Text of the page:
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The City of Nashville and West Nashville
On July 9, 1918, two passenger trains on the Nashville, Chattanooga & St. Louis Railway collided head-on at Dutchman’s Curve in the small community of West Nashville, Tennessee. The collision remains today the worst train wreck in U.S. history. Immediately following the collision, local residents responded to the disaster with aid, many arriving before ambulances, doctors, and the railroad’s wrecking crew.
The first to arrive worked with their bare hands to remove trapped victims. Housewives provided ice, blankets, and bandages. Farmers and other residents made their trucks and automobiles available for transporting the injured. Bootleggers provided whiskey to relieve the pain and fear of injured and dying victims. Catholic Sisters of the Dominican Order and the children from a nearby orphanage offered respite and sanctuary to the slightly injured. The Nashville Chapter of the Red Cross responded to their first local disaster. As news of the calamity reached downtown Nashville, doctors and nurses rushed to the scene to provide medical assistance. At a time when segregation was an established way of life, aid was equally offered and race lines were ignored.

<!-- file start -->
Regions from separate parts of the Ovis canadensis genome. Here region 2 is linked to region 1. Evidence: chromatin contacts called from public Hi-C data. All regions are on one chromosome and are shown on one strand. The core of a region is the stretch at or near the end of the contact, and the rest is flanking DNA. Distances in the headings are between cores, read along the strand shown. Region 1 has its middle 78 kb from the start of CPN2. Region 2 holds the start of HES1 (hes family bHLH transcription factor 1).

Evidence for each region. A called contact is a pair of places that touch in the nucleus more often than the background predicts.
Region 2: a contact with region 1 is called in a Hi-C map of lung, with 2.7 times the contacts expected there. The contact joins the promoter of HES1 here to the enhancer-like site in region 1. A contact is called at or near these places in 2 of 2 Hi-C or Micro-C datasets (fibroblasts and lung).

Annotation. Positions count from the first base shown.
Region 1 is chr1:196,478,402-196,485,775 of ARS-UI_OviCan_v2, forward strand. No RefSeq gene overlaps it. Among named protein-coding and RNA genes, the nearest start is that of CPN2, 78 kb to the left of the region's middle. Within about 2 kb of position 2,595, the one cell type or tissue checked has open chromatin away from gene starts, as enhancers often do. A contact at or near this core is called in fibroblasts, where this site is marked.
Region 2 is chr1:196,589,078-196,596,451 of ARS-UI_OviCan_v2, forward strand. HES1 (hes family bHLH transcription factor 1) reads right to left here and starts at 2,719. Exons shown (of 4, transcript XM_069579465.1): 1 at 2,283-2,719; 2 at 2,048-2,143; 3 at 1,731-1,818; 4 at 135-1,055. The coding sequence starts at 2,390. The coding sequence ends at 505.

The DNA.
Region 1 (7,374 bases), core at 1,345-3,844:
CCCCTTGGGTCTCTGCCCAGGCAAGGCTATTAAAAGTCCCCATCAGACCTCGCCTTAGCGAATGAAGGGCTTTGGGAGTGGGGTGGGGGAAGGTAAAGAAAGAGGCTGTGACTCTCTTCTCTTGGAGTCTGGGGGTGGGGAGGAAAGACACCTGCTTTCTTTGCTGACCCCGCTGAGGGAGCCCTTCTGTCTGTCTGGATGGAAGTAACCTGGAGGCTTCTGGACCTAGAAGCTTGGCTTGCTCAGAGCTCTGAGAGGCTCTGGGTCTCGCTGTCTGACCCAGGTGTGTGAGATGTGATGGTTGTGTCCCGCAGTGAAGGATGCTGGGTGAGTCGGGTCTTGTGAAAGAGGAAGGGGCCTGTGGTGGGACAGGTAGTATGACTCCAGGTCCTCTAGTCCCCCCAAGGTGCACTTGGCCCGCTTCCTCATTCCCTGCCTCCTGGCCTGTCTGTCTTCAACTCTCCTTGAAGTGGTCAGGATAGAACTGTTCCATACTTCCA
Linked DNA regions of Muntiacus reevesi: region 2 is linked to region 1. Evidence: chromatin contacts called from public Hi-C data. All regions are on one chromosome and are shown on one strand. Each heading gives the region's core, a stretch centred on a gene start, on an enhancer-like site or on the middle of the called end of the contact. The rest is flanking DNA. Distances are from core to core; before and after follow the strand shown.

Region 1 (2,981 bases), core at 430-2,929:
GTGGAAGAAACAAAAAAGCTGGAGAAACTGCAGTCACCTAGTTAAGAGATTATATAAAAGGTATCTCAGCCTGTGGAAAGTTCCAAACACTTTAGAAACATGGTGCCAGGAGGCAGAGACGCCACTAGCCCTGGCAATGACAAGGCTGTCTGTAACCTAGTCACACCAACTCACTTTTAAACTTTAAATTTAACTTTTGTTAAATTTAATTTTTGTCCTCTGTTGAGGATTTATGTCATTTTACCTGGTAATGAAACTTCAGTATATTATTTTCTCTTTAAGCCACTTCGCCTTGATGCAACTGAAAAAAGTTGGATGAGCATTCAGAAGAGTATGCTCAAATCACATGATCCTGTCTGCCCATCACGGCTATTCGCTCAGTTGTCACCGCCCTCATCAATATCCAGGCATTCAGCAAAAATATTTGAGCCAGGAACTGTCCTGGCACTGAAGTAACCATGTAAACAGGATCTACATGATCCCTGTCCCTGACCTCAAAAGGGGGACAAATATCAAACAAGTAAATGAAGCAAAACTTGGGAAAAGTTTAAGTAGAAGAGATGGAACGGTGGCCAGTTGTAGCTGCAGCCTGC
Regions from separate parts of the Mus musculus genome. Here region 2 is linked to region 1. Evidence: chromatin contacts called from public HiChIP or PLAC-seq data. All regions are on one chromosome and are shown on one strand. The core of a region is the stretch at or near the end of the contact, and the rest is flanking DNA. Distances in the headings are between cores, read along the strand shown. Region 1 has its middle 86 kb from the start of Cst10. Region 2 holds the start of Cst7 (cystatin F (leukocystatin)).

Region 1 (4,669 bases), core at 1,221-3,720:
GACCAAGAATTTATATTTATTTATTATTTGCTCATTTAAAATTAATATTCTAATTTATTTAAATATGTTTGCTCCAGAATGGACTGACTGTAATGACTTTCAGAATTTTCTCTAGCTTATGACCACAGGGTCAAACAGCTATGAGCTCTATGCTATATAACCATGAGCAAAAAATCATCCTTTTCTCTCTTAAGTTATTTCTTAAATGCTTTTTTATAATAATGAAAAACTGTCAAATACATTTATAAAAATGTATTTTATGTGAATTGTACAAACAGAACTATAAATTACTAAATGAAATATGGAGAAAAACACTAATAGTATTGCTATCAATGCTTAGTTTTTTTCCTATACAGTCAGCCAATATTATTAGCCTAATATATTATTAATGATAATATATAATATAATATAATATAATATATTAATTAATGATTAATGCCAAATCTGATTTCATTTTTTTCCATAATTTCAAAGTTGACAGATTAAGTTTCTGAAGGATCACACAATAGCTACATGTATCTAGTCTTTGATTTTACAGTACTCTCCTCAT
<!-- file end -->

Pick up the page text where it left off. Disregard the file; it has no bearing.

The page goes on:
The actions and diligent efforts by Nashville’s citizens that fateful day mirrors the affection and esteem the local community held for their railroad. More than one hundred railroad workers and passengers died at Dutchman’s Curve. It is not known how many lives were saved by the valiant and heroic efforts of Nashville’s citizens.
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